Wednesday, August 25, 2010

Where do you belong?

This question cuts to the heart of the divided nature of the Western Church. The culture that some would like to believe "embraced" Christianity actually did much to strangle it. Faith became an elaborate call sign to distinguish friend from foe-- a set of ornate clothes to wear for an hour to broadcast to all who could see, "I am a citizen in good standing."

But our culture demonstrates the mutual incompatabilty of human creations with the Kingdom of God. While our culture created and the church blessed incredible instruments which discipline the human mind and channel human creativity in ways that have literally re-created the world in our own image, they do not discipline the human spirit, or point people in the direction of the God of Abraham, Moses, and David Who came to earth in Jesus Christ.

Culture is interested in using Christ to reach its own ends. We can mark time from His birth at year zero; we can mark our money "In God We Trust," but that does not mean that the money is more spiritual or that Christ rules our time. Christ wants us to follow Abram's lead, and "leave your home... for the land that I will show you." We can't take our culture with us.

Christians found what seemed to be a good compromise half-way through the first millenium after Christ: to belong to a culture which publicly declared that it belonged to Christ. But that belonging is at least one remove away from Biblical faith-- we are either strangers and aliens on this earth, or this earth is our home. We are either passionately in love with Jesus Christ Who has saved us, or we truly do not know Him. There are no apron strings to draw us into Christ's embrace. Our primary comfort and allegiance cannot be to the nest we have been born into if we were created to fly.

This dilemma is not new-- it is as old as the apostles, and it has never changed. Not even in 1950's suburban America.

Do you belong to Christ? Do you belong in heaven-- or do you belong in your house, in your city, in your church, in your family? All the other belongings fade away. Only Christ stands the test of time. And if Christ is your primary allegiance, pride, place, class, race no longer matter. This culture is waiting to encounter that Church.

Tuesday, August 10, 2010

Saying Goodbye to Christendom

How much time does it take to accept what our senses tell us? I am continually amazed at the anguish that rises from Phyllis Tickle or the last prophet proclaiming what anyone who has eyes to see and ears to hear and a mind to think can easily perceive: this culture has made its peace with separating from its Christian roots.

This process has taken well over a century. We are not talking some sudden movement! But the final fall is still a traumatic experience. For those who lead the Church in this time, though, we should not be surprised. We need to be able to embrace the opportunities that open up even in this funereal time.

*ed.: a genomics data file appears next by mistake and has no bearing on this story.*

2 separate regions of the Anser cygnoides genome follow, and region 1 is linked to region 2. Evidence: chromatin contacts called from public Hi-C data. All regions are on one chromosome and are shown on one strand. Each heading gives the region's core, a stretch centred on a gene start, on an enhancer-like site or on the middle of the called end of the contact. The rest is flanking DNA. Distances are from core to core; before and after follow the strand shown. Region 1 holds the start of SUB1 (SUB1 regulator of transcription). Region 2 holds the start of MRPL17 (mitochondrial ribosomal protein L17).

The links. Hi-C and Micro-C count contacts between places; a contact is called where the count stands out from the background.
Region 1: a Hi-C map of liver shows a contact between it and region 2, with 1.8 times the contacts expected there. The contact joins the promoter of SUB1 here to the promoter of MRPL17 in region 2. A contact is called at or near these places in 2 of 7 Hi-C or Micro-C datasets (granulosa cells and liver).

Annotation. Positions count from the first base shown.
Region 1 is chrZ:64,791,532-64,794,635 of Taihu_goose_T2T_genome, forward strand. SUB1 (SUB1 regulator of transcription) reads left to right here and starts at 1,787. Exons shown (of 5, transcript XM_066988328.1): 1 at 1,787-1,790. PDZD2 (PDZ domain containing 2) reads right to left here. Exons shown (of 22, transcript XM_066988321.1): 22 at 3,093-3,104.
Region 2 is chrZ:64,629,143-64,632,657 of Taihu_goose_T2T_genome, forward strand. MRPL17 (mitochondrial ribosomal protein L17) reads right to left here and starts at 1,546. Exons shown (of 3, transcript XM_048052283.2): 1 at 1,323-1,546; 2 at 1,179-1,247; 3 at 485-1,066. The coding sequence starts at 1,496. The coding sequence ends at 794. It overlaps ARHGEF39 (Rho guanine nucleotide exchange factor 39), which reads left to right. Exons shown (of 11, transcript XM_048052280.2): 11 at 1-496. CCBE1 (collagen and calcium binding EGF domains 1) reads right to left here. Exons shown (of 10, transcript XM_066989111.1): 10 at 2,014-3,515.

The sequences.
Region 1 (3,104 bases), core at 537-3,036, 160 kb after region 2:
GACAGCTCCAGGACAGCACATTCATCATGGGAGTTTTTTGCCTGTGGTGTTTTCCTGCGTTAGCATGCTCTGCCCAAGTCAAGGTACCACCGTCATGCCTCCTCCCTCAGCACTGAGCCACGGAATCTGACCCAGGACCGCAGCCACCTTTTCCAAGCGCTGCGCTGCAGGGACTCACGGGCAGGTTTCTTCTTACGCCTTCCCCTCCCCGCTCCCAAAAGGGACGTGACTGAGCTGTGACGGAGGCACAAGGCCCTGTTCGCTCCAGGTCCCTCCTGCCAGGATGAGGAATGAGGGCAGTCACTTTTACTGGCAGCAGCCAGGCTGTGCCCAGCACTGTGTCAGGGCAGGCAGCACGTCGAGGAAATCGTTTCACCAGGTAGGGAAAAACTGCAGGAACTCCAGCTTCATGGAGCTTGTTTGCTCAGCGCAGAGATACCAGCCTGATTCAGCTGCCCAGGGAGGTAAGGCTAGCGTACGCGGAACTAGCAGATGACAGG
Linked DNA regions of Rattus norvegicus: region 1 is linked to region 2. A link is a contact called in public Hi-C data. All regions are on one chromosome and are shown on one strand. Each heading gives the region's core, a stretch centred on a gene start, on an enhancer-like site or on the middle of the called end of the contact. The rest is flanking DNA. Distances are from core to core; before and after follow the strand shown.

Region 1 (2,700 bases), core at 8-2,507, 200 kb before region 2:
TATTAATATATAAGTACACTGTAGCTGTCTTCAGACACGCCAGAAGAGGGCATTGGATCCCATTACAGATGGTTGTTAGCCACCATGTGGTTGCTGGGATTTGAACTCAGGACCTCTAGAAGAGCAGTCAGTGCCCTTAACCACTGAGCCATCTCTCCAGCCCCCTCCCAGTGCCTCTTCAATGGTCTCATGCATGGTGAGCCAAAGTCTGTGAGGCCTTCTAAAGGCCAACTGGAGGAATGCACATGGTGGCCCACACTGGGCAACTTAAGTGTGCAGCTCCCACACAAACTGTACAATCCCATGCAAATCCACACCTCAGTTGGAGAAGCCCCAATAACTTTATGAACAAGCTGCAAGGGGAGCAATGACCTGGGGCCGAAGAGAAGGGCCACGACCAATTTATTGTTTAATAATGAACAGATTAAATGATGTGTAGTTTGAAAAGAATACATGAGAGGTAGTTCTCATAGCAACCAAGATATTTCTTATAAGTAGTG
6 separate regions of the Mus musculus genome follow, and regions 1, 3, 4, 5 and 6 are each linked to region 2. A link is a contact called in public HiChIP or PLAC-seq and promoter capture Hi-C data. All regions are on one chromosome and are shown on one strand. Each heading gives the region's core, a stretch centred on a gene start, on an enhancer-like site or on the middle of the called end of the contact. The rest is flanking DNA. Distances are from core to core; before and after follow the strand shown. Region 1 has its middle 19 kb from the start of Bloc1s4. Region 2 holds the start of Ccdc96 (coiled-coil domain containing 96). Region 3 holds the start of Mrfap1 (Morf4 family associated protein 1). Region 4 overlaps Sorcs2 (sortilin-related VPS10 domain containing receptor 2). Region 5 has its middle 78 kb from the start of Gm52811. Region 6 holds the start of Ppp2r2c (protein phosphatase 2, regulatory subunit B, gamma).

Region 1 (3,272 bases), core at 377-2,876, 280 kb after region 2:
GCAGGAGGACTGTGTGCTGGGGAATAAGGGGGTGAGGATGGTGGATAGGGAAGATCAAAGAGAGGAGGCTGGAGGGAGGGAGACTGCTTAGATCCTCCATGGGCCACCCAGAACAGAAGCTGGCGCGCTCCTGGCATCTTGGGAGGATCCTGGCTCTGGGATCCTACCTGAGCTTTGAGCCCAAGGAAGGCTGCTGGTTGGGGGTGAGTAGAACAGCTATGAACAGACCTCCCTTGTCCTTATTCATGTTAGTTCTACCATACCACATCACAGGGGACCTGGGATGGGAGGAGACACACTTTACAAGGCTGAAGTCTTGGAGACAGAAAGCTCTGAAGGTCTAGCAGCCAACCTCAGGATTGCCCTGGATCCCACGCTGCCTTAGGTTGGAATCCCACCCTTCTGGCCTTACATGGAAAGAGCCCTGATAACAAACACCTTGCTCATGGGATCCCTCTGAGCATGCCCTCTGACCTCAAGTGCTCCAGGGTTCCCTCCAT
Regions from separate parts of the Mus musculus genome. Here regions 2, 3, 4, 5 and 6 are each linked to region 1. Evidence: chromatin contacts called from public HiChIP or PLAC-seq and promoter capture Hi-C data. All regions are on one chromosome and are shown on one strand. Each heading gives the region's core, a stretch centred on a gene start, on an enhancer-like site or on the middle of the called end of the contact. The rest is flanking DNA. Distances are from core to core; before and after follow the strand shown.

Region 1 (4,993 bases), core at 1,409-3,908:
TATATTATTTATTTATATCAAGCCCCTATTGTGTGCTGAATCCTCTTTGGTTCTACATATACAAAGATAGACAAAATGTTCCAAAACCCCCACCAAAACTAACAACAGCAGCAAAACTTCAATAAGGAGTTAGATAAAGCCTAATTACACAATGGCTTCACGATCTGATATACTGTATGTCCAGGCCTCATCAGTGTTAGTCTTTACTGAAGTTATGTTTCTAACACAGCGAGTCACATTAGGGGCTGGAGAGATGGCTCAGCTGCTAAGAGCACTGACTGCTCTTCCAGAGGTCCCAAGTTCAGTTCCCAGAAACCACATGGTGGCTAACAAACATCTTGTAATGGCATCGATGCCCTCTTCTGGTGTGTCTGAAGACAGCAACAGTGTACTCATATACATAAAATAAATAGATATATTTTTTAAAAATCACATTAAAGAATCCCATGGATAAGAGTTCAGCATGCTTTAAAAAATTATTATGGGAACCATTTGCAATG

Becoming a Minority means we are no longer responsible for anyone or anything other than ourselves. The Christendom Church felt like the "moral policeman" of the culture it inhabited. Law was the way Christians thought they could lead the culture; if some sin was made illegal, we had somehow accomplished our evangelistic purpose. Christian faith became a kind of cultural self-improvement project-- not only YOUR best life yet, but OUR best life yet. But didn't anybody notice that it didn't work out the way we intended? Jesus always preached saying "those who have ears to hear, let them hear," meaning that some would not hear. AND HE WAS OK WITH THAT. We cannot save this culture. Law cannot change the human heart, or teach it to love. Say goodbye to lawmaking and coercive power. Good riddance.

Becoming a Minority means that we must know where the Church stops, and Culture starts. Wilbert Shenk said that "the Christendom model of church may be characterized as church without mission." Church was just another social instititution responsible to comfort and edify "our" culture. Witnessing makes people uncomfortable; the Gospel might make somebody angry; self-emptying servanthood is dimetrically opposed to "our" culture of self-fulfillment. So we stopped these offensive activities, and fell back into what William Sloan Coffin coined as our mission: "assuaging the conscience of the law-abiding prosperous." And as we did this, the Church disappeared, even as huge stone barns to store people for an hour a week rose across the country.
This is not my culture. This world is not my home. Who I want to be is not determined by the commercials I see, or the appearance or possesions of those around me. I want Jesus. I want to decrease, so that He can increase. I want the same mind in me that was in Christ Jesus, and anything and everything is loss in comparison. Say goodbye to the conforming "church." Good riddance.

Being a Minority means that we must accept irrelevance. The Christendom Church had to be listened to because the people who populated it held the cultural power to force a hearing. But there is no power or glory for Christ in our 15 minutes of fame. Pope John Paul II in his days in Communist Poland led one service of prayer as the loudspeakers began to blare a speech by Stalin over the public address system. Though no one in the room could hear him any longer, John Paul refused to stop praying. In the end, whose words were louder?
We must keep praying and speaking, lovingly, not frustrated at the decibel level of what is shouted against us. Our words have a power beyond what CNN or FOX news can even imagine. Say goodbye to the publicity-chasing "relevant" church. Good riddance.

I believe we are blessed to be alive and called to lead the Church of Jesus Christ in this time, for we are blazing a new trail whose end we shall not see. May those who arrive look back, and find us faithful in these challenging times when things fall apart.